My second teaching job was at a somewhat run-down and extremely understaffed middle school that was known for its hockey team and not much else. The year I arrived was, by a strange coincidence, the year their hockey coach left for better pay at a private school across town. As soon as the administration found out I had played hockey in college, they asked me if I’d like his job.
I had no experience coaching hockey-or anything else, for that matter-at the time, but I said yes anyway. The responsibility came with a small bonus, and I’d always enjoyed working with kids both inside and outside the classroom.
In my years of coaching hockey, I noticed many, many kids struggling with the same basic skill: transitioning between skating forwards and skating backwards (or the other way around). This is something that everyone needs to do pretty frequently over the course of a standard hockey game, but it’s particularly important for those playing defense.
The Beginners’ Method
The first step to being good at making this transition is to get comfortable doing it with both skates on the ice. Just be careful to maintain your balance as you bring one foot in front of you and the other behind, turning as you go.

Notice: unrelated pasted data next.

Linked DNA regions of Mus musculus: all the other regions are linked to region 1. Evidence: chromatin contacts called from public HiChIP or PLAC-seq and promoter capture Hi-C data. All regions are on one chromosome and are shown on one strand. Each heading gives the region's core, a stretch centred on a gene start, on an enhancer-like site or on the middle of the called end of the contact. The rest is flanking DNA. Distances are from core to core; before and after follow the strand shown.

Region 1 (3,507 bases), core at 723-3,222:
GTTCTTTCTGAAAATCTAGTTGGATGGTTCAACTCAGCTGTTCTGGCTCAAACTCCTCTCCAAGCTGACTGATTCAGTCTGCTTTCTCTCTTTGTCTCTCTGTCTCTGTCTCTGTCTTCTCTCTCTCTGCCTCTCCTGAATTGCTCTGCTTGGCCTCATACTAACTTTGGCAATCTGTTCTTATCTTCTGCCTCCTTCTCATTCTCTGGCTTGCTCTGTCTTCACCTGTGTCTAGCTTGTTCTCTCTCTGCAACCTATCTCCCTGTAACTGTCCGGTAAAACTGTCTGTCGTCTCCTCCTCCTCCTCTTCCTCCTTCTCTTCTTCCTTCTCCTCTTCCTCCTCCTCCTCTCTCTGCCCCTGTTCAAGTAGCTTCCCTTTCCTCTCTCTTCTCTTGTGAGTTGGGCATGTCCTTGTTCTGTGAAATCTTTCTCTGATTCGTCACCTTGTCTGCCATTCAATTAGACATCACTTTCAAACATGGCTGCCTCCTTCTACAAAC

The More Advanced Method
Most beginners fall their first couples times doing that, especially if they attempt to do it with any speed. Once it’s started to come naturally, though, players should switch to the more advanced method, in which the rotation is done by lifting the skate. This technique is preferred for a reason-when you keep both skates on the ice throughout the entire transition, it creates a lot of resistance that slows you down far more than you can afford in a game.
To go from forwards to backwards in the preferred manner, then, you lift one skate off the ice and turn it around as much as you can. Ideally, you should end up heel-to-heel, but many people, including me, just aren’t flexible enough for that. It isn’t a problem as long as you turn that skate as much as you can, put it down, and then lift the other skate as well.
This is a skill that takes practice, but it’s something anyone can master given time. Good luck!